Controlling the for loop


#1



Every time I run it my browser freezes and I then get a message saying the script was too long and that my browser stopped responding. Your help will be greatly appreciated as I can't carry on unless I find a solution.


for (var i = 5; i < 51; i + 5) {
	console.log(i);
}


#2

It needs to be i += 5 because if not, it will create the infinite loop that you have going on. You need to make sure you're assigning i to itself plus 5, rather than just adding five.
Does this make sense?


#3

Thanks for the reply. It does make sense but at the same time it's a little bit confusing. In one of the previous loop lessons there was a line of code written similarly to what I wrote(it worked just fine) which made me think that in order for me to add 5 each time I have to do this i + 5. I'll try your way and hopefully that'll do it.


#4

It worked! Thanks Kylea.


#5

It's a shame that there isn't an option to add people nor follow them. Because I want to become a front end developer and I could do with someone with whom I can have discussions with. Once again thanks for your time.


#6

Yeah, that would be pretty cool. :slight_smile: Awesome you want to be a front end developer, I like the back end more in all honesty.

No problem, it's always refreshing helping somebody who actually tries to help themselves and is kind. :slight_smile:


#7

Yeah I really love programming and I love the fact that you can make things happen literally with words, signs and numbers anywhere you are. I wanted somewhere to start and I thought front end was a good start though I'd like to become a fullstack developer in the future.

Why do you like the back end more? just a little curious.


#8

The programming I really like is Python, Java, C, etc. I love Javascript, but I just enjoy what the purpose of python and backend languages really are. :slight_smile:


#9

Fair enough! Each to their own :slight_smile: . I actually learned Java about a year ago but then I stopped I'm not entirely sure why. I like the fact that Javascript can be used for both front end and back end. I've learned HTML & CSS(to a basic level) and as you know I'm currently learning Javascript.
What should I do once I've finished my Javascript course?


#10

If you want front end, jQuery.


#11

Thanks, jQuery is actually part of my plans but my aim is to learn as much as I can to maybe do some sort of apprenticeship or perhaps apply for junior jobs. I would like to know when I can apply for such positions.


#12

I definitely love JavaScript, so it's fantastic that it can be both front and back. One day, it would be a miracle to go to some kind of bootcamp and be a fulllstack developer, because front end isn't bad, I just wouldn't want to solely do that.
After JavaScript, if you would like to use it more for front end, AngularJS is a GREAT place to start. I also think that if you liked JavaScript, you might want to try Ruby, and then Ruby on Rails. I really love Ruby as well, and I believe that it can be both front and back end, (I may be wrong), but it's really awesome to use it with Rails.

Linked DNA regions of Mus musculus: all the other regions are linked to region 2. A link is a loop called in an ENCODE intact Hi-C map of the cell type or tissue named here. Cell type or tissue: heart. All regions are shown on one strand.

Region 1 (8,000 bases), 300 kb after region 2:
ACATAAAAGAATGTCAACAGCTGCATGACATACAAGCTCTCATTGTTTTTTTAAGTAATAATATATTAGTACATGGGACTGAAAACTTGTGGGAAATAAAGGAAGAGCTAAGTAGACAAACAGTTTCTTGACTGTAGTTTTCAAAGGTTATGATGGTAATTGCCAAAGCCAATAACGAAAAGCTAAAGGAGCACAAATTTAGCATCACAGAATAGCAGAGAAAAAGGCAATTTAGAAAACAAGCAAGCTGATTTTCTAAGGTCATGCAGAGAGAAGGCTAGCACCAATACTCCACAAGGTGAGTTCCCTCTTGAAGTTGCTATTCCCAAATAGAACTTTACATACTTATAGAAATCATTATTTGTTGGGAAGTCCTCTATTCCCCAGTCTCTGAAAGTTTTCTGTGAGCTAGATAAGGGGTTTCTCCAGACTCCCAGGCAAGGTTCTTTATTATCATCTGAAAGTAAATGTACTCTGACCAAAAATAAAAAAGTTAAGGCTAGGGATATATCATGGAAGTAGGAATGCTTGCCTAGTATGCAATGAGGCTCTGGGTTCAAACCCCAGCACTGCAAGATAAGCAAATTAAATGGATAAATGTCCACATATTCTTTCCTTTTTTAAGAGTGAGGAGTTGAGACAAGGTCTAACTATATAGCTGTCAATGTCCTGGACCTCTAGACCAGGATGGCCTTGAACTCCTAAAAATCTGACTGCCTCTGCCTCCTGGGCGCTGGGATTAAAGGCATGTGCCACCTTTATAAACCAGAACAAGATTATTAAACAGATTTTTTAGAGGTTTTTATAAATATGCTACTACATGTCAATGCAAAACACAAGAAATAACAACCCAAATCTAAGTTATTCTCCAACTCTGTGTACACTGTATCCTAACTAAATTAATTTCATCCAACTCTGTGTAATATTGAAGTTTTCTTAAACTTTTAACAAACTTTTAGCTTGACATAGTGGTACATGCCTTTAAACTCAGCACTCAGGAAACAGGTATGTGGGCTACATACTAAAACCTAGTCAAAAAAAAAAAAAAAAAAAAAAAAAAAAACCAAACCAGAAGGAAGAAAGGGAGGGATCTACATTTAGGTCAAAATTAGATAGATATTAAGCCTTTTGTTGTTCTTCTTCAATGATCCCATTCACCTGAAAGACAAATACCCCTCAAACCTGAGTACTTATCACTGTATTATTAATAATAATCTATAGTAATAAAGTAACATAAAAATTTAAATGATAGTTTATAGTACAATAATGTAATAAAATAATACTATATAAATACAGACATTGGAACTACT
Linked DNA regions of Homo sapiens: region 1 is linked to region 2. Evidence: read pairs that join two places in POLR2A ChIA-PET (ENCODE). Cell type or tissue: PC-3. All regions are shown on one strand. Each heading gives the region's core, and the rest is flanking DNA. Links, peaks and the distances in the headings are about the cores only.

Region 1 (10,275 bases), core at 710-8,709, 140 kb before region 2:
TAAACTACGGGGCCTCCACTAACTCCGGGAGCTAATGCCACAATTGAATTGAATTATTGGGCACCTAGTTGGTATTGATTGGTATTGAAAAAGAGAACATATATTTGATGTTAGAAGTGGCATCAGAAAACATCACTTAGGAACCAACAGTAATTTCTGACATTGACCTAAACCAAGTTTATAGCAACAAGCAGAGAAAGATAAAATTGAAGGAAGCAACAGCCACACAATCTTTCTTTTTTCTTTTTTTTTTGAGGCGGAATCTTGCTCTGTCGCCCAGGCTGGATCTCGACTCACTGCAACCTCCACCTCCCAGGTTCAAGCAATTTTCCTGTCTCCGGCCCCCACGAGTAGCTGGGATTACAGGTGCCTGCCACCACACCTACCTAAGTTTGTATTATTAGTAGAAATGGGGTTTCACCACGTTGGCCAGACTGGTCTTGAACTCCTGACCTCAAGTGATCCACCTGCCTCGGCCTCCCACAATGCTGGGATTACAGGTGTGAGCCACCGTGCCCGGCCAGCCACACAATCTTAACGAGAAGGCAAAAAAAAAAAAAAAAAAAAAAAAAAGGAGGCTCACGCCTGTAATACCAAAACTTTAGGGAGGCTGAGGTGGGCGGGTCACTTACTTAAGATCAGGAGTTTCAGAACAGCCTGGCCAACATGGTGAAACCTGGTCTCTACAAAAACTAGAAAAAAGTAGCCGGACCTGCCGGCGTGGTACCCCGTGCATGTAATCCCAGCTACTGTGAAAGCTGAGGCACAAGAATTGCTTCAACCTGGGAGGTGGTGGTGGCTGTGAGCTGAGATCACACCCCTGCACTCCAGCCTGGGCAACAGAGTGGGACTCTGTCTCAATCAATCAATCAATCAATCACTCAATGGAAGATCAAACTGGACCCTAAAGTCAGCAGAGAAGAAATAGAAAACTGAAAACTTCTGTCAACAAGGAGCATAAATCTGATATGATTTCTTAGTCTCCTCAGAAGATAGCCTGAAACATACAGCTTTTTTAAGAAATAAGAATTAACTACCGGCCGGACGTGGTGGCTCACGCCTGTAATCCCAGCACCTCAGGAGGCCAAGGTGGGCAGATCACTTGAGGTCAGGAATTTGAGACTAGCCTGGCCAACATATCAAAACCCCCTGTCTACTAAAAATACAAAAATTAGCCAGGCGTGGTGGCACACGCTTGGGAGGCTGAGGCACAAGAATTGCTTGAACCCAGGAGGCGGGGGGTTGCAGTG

Like @javascriptjoee said, jQuery is also awesome. I really liked doing SQL, too. There are so many great courses, so really if you want to do full stack, it would be beneficial to do any of them. I'll say one of the most unique and rewarding one's is Ruby, even though it's not my absolute favorite, (python), it's something that is based highly on the programmer themselves, and it's simple, (in my opinion), to learn.
I actually don't know any C programs, but that's next on my list. I really am trying to get more into SQL, because it's a really powerful database when combined with other languages. I did some PHP, but I got about halfway through it and it was pretty boring to me.
EDIT: Get back into learning Java! It's amazing! I use it for my AP Computer Science class, and I've learned so much. It's an extremely strong language, and in all honesty, though it's a bit clunky, it is one of my favorites.
Edit 2: I forgot to mention ReactJS as well. :slight_smile:


#13

If I'm totally honest the reason why I'm not learning back end as well is because I think it would be confusing considering the amount of different languages I'd have to learn. If I didn't think it would be confusing then believe me I'd try my best to become a full stack developer instead. What I need is basically a plan on how to get my first job or apprenticeship in this field. By that I mean what languages I need to learn and what level I need to reach in order to be good enough to get to the front door. It'd be nice if the list was numbered and also if you believe that it wouldn't confuse me then do a list which starts with front end and ends with back end or whichever way you deem best.

I also need to learn how not to forget other languages whilst learning new languages. Because I'm new to this field I don't really know how it works in terms of learning. It's funny because I speak 3 languages.


#14

I know that all entry level positions differ. When looking for one of your first jobs in this field, you really just want to get in the door of a job or internship etc. There, you'll meet people and learn new languages. You say that you love coding, the way to know forget other languages when learning a new one is to continue with the first ones! it's like with real languages, when you're learning another human language, you don't stop speaking your mother one. Codecademy is really here to provide courses that turn people on to programming. After finishing any of these, nobody will be a pro at that language, but it makes you want to do more. After starting with this website, I decided that programming was something I wanted to do in the future, so now I'm taking an AP Computer Science class. The stuff here we learn is so easy, but it teaches us the basics, and then we use it to do more awesome things.


#15

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